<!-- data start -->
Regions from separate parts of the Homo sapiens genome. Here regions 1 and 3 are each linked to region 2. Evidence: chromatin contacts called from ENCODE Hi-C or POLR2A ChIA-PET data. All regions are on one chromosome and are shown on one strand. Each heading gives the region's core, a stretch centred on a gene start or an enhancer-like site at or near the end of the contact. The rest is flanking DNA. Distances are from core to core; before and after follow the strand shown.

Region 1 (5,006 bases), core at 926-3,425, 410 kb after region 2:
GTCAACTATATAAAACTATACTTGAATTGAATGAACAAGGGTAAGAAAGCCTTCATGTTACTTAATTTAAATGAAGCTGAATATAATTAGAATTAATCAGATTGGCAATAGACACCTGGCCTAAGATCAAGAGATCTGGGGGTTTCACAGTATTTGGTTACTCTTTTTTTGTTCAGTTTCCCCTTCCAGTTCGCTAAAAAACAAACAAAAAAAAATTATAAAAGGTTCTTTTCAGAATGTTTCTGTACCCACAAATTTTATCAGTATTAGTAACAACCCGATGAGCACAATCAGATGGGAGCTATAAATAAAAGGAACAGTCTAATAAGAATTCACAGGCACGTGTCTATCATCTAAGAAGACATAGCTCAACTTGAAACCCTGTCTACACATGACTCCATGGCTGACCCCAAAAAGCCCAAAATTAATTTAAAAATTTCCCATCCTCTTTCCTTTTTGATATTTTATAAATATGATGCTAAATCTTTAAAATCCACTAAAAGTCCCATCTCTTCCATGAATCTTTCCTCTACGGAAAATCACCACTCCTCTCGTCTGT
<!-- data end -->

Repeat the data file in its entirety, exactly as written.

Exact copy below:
Regions from separate parts of the Homo sapiens genome. Here regions 1 and 3 are each linked to region 2. Evidence: chromatin contacts called from ENCODE Hi-C or POLR2A ChIA-PET data. All regions are on one chromosome and are shown on one strand. Each heading gives the region's core, a stretch centred on a gene start or an enhancer-like site at or near the end of the contact. The rest is flanking DNA. Distances are from core to core; before and after follow the strand shown.

Region 1 (5,006 bases), core at 926-3,425, 410 kb after region 2:
GTCAACTATATAAAACTATACTTGAATTGAATGAACAAGGGTAAGAAAGCCTTCATGTTACTTAATTTAAATGAAGCTGAATATAATTAGAATTAATCAGATTGGCAATAGACACCTGGCCTAAGATCAAGAGATCTGGGGGTTTCACAGTATTTGGTTACTCTTTTTTTGTTCAGTTTCCCCTTCCAGTTCGCTAAAAAACAAACAAAAAAAAATTATAAAAGGTTCTTTTCAGAATGTTTCTGTACCCACAAATTTTATCAGTATTAGTAACAACCCGATGAGCACAATCAGATGGGAGCTATAAATAAAAGGAACAGTCTAATAAGAATTCACAGGCACGTGTCTATCATCTAAGAAGACATAGCTCAACTTGAAACCCTGTCTACACATGACTCCATGGCTGACCCCAAAAAGCCCAAAATTAATTTAAAAATTTCCCATCCTCTTTCCTTTTTGATATTTTATAAATATGATGCTAAATCTTTAAAATCCACTAAAAGTCCCATCTCTTCCATGAATCTTTCCTCTACGGAAAATCACCACTCCTCTCGTCTGT